To add a counter-viewpoint --- using a single fat vertex format for all meshes, to avoid some possible future performance problem, is definitely a premature optimisation in my eyes.
Why not just use the API properly, and then take measures to merge objects into single batches later when profiling says you have to?
All of these actions will interrupt the pipeline and - while they won't directly cause pipeline stalls - they will cause a break in the flow of commands and data from the CPU to the GPU
That's a bit of an exaggeration. All any GL function that talks to the GPU does, is write command packets into a queue (which is read by the GPU many dozen milliseconds later
). Writing new command packets can't cause a break in the flow of already-written packets, nor will it somehow stall later packets.
On the GPU end, it has hardware reading/decoding this queue in parallel to actually doing work. As long as you're submitting large enough groups of work (and GPU groups/batches don't correspond to 'batches' on the CPU, which are usually regarded as individual glDraw* calls -- the GPU can merge multiple CPU draws into a single group depending on conditions
), then the executing the groups will take longer than decoding them, so decoding (which includes applying/preparing state changes
) is pretty much free.
i.e. when you're giving the GPU enough work per batch, the pipeline looks like:
Decode #1|Decode #2| |Decode #3|
| Run #1 | Run #2 | Run #3 |
and if you're not giving it enough work, it might look like:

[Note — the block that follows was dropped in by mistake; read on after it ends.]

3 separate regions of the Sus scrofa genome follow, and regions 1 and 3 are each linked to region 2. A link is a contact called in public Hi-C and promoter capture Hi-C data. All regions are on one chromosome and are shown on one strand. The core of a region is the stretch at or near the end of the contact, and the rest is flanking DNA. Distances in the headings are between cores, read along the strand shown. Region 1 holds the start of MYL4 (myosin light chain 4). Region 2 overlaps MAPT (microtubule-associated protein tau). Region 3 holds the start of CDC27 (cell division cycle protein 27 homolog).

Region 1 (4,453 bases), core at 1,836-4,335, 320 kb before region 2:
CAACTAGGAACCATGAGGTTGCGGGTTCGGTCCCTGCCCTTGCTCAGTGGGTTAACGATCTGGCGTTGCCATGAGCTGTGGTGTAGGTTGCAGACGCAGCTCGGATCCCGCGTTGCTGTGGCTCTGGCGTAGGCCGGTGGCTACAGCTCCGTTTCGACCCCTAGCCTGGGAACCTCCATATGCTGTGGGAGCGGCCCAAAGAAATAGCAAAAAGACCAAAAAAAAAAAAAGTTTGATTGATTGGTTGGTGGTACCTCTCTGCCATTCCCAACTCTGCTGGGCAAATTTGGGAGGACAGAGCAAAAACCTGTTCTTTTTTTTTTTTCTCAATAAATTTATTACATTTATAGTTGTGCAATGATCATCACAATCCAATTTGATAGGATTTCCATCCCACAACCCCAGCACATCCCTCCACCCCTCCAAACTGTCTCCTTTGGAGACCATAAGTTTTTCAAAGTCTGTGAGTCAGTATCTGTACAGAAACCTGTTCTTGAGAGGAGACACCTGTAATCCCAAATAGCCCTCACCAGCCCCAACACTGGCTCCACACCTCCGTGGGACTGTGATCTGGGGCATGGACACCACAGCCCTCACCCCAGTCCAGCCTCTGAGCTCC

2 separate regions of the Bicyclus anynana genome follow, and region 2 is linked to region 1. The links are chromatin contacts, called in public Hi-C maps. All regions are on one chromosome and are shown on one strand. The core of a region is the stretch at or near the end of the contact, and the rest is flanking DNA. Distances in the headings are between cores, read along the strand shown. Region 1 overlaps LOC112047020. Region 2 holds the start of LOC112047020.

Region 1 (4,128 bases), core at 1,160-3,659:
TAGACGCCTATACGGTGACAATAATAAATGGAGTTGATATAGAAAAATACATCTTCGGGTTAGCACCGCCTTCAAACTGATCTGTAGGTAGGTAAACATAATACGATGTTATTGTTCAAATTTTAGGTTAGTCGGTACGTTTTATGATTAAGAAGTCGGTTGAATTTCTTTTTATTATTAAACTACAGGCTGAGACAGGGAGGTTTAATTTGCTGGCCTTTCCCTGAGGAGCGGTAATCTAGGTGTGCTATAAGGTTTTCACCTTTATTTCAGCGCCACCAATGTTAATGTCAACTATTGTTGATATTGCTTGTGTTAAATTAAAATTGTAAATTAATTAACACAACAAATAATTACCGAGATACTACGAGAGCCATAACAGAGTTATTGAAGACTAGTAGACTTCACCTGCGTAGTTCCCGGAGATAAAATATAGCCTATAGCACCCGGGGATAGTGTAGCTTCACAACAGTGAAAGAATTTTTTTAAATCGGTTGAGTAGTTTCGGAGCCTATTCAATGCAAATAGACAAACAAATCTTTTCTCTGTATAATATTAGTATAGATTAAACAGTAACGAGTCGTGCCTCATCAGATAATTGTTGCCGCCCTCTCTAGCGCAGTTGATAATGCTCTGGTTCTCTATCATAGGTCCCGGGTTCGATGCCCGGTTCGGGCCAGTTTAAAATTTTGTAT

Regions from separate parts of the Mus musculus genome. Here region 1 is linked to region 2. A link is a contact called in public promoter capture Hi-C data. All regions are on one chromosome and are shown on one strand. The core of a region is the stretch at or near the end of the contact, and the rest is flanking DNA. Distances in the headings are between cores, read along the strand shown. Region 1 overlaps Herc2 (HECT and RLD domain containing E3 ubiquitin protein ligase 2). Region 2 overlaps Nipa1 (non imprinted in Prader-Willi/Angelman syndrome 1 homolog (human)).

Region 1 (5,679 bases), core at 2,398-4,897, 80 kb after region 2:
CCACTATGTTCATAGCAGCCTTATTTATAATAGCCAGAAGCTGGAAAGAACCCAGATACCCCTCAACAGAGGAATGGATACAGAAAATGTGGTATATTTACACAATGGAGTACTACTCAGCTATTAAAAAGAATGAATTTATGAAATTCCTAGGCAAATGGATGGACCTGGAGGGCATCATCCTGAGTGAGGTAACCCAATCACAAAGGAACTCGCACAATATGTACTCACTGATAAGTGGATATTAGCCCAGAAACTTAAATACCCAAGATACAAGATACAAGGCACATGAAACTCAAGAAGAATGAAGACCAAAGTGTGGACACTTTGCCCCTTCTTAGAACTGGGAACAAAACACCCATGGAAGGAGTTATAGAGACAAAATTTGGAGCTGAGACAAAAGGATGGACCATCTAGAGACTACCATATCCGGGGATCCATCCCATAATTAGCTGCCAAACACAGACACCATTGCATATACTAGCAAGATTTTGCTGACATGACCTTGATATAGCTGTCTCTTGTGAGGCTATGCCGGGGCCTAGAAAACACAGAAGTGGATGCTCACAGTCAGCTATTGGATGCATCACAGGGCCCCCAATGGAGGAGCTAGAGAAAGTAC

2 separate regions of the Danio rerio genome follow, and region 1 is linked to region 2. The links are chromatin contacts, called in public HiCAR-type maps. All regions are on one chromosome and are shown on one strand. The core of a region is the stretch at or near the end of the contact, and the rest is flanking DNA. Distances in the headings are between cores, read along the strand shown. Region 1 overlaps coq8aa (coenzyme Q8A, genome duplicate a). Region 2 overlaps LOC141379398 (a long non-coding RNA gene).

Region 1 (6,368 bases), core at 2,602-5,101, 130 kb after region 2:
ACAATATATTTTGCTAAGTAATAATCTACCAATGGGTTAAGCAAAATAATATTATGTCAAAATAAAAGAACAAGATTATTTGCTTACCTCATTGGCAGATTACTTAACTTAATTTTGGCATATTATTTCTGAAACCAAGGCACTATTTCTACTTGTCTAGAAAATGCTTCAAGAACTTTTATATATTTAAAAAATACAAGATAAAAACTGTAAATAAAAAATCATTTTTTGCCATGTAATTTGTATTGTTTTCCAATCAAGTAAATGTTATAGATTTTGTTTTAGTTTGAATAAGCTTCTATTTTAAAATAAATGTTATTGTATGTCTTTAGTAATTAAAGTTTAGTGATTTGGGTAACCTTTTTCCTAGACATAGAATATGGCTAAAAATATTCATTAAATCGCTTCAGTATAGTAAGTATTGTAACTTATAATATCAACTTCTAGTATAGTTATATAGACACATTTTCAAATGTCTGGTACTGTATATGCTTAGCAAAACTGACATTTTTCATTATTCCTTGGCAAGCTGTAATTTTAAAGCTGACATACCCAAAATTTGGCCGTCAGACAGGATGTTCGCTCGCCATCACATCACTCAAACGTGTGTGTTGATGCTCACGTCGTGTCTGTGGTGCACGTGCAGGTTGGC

Decode #1| Decode #2 | Decode #3 |
|Run #1|stall|Run #2|stall|Run #3|
And yes, if you run into the second case, then to fix it you may want to increase the number of pixels/vertices processed per draw call, and one way to do that may be to merge shaders, which may in turn require the merging of vertex formats... But all that is an optimisation topic, which means it should be done under the supervision of a profiling tool.
N.B. the first pipeline diagram above actually has a 'break' between Decode#2 and Decode#3 (i.e. the flow of commands from the CPU->GPU
), but isn't a bad thing ;)
As for "saving precious space", this isn't about saving RAM. Yep, RAM is cheap and ever growing. The reason you want to save space is bandwidth
Below are the specs on a high-end and low-end model GPU from 3 different generations of nVidia cards:
Model Bandwidth@60Hz Memory
------------------ -------------- ------
GeForce 8400 GS 109 MiB/frame 512MiB
GeForce 8800 Ultra 1.73 GiB/frame 768MiB
GeForce 205 137 MiB/frame 512MiB
GeForce GTX 285 2.65 GiB/frame 2GiB
GeForce GT 620 246 MiB/frame 1GiB
GeForce GTX 680 3.2 GiB/frame 4GiB
As you can see, the high-end cards can pretty much read or write every byte of their memory around once per frame, but, the low-end cards can only touch a quarter of their RAM in any given frame.
Moreover, large parts of your RAM have to be read/written more than once
in a frame -- render targets with blending will require multiple reads/writes per frame, texels will likely be read many times, VBOs are shared between different models and thus reused, and even within the drawing of a single mesh verts are shared between triangles (and will be redundantly reshaded upon cache miss, about half the time
When you get to profiling, it's just as likely that some of the fixes you'll have to apply will be bandwidth-saving measures, which could be the opposite of the above -- e.g. splitting a single shader into multiple ones that take different vertex inputs, and sample different amounts of textures.
Edited by Hodgman, 18 November 2012 - 08:13 PM.